differ

from the Oculus solution of a
single LCD display. Each of these displays output a maximum resolution of 800x600

pixels. This lower resolution
may have resulted in motion sickness observed by Taylor & Barnett (2013) whom evaluated the effectiveness of a
wearable simulation for the military using the DSTS compared to desktop simulators. This lead to their
conclusion
that the wearable simulator was a far less effective training tool and didn't meet its expectations.


As the Oculus Rift will have a higher resolution on commercial release, the Terreloc product could potentially
challenge this conclusion and provide a sup
erior experience where motion sickness has been addressed.


Weight

Toet (2008) suggests that a larger field of view HMD will typically weigh more. The Oculus Rift weighs 375g,
therefore would be a more comfortable head piece than the conventional average o
f 700g
-

1kg weight of a HMD
with a large field of view.


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Manufacturer specifications

Table 1 (below) summarises the manufacture specifications for the head mounted displays as analysed above.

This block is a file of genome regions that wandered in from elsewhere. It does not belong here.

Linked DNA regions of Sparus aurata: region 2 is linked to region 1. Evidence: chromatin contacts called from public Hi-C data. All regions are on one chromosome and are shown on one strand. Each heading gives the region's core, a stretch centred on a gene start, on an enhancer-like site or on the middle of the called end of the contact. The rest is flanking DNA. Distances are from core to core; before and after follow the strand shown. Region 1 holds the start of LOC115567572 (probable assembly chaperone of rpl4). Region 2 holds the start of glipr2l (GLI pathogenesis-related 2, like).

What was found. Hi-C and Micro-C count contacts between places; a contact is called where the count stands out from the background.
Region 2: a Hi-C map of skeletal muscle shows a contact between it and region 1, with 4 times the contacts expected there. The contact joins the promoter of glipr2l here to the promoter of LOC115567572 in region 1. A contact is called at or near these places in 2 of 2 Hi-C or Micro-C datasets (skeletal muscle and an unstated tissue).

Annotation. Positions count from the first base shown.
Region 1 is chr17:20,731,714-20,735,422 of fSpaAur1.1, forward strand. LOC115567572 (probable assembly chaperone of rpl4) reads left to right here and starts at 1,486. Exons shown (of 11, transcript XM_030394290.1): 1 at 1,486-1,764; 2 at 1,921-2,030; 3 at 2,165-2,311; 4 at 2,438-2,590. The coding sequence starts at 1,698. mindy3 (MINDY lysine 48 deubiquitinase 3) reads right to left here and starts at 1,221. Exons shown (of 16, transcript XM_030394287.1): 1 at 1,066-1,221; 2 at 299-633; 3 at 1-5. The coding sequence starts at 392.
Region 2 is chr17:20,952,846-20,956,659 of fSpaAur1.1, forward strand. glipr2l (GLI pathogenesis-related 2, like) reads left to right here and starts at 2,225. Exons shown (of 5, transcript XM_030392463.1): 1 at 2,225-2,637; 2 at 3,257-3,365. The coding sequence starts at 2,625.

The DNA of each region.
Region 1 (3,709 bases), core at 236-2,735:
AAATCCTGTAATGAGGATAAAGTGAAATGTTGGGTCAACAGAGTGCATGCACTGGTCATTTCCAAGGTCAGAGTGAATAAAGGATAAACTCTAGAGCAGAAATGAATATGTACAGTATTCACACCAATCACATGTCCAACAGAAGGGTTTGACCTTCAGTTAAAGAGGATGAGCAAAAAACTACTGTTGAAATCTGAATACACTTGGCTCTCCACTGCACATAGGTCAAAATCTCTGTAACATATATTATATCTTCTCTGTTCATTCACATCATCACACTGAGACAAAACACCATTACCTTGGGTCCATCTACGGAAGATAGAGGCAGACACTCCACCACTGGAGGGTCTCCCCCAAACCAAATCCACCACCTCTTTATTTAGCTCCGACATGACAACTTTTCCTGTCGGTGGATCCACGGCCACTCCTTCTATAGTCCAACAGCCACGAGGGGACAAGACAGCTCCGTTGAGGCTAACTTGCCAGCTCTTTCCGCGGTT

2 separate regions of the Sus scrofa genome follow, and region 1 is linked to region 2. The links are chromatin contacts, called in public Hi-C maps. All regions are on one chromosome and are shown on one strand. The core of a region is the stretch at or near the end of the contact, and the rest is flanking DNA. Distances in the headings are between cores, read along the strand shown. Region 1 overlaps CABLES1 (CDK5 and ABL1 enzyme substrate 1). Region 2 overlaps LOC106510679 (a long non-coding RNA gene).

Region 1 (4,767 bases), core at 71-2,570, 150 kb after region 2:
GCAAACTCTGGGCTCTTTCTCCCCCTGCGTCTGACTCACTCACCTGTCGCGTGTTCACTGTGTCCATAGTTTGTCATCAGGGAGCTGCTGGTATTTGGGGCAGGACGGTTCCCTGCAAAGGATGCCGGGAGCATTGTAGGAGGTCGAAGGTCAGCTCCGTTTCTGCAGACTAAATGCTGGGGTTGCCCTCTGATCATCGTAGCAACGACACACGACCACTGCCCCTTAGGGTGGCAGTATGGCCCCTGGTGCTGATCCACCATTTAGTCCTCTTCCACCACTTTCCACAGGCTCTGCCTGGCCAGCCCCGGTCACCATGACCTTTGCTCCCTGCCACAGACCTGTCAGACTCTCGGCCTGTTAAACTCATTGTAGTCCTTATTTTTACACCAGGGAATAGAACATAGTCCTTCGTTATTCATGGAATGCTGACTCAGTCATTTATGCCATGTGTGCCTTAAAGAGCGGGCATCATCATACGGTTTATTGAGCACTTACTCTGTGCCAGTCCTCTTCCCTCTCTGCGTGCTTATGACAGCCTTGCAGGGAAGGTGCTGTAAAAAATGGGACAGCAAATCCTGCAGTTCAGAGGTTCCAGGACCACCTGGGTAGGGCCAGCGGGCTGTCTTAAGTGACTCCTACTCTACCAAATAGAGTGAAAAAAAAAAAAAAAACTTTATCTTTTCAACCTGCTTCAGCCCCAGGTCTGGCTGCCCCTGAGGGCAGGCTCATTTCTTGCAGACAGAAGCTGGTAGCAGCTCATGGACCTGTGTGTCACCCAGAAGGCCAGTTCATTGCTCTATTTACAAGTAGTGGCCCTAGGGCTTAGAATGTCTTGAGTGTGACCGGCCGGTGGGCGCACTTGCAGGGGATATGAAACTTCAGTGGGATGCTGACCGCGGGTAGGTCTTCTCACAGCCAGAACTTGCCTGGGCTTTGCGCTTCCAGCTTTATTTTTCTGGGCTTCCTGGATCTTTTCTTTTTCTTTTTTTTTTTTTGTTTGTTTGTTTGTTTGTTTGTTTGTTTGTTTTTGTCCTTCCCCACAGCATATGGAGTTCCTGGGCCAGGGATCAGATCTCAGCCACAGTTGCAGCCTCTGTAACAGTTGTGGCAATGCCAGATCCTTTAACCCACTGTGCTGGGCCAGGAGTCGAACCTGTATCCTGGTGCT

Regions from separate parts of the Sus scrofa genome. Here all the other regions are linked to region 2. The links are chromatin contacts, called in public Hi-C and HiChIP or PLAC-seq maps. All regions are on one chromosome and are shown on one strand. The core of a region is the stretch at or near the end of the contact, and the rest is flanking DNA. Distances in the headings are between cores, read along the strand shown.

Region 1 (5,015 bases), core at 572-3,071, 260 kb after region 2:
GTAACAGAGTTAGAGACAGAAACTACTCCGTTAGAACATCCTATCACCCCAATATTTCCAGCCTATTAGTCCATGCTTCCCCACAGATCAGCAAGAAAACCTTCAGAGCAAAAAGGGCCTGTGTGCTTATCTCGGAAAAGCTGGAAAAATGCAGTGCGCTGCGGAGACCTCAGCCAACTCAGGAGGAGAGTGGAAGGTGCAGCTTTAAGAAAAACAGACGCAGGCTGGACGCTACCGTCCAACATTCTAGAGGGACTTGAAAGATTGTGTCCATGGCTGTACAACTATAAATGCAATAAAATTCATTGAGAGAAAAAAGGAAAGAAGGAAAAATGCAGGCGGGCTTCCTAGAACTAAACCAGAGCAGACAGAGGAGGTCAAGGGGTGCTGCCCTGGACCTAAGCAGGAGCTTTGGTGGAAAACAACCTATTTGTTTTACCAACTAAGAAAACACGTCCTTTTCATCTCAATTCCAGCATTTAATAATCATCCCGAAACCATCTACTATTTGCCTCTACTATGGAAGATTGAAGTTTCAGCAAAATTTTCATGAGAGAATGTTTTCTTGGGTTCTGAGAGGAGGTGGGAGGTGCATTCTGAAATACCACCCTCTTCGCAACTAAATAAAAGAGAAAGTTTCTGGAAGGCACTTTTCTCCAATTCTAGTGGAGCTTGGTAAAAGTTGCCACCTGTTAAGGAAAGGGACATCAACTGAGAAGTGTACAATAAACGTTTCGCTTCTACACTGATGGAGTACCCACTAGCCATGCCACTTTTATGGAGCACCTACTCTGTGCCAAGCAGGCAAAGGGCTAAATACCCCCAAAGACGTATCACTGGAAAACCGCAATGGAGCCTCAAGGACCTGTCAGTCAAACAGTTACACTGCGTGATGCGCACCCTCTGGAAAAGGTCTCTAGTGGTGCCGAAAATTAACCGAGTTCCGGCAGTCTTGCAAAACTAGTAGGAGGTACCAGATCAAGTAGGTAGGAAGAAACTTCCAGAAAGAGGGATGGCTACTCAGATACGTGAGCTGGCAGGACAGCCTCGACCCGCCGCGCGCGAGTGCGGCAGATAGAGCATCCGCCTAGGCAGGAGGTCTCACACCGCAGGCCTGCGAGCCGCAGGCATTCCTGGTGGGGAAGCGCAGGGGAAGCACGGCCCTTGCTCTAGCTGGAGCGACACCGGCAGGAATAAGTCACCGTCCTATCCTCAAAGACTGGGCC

HMD

Oculus Rift

eMagin Z800

Sensics zSight

Sensics piSight

Mi
litary Simulation


Terreloc T.R.I


DSTS


Emulated Equipment


N/A

Resolution (Pixels)


1280x800


800x600


1280x1024


2600x1200

Display


1x LCD


2x OLED


2x OLED


2x OLED

Contrast Ratio



>200:1


~10000:01


>800:1

Field of View


110 degrees


40 degrees


60 degrees


150 degrees

Device Weight


375g


<227g

400g


700g


1kg

Price


$300 (developer)


$1,799.00


<$12,995.00


<$12,995.00

Image








Table 1: manufacture specifi
cations for HMDs



Visual orientation tracking

The Oculus Rift uses the
InterSense

MPU
-
6000 six
-
axis gyroscope (a device to measure positional data based on
the rotational axis of the device) and an accelerometer for visual orientation and motion tracking
of the players
head movements (iFixit.com, N.D). This is newer technology compared to the eMagin tracking device and is
more responsive.




Weapon tracking and controls


The use of additional hardware in the DSTS solution enabled the user to essentially

feel an object in the virtual
environment

in the form of a firearm this falls under the category of 'flow' immersion.


The DSTS incorporates a wireless synthetic environment controller designed on the M4A1 weapon system, the
M4 with M203 grenade launcher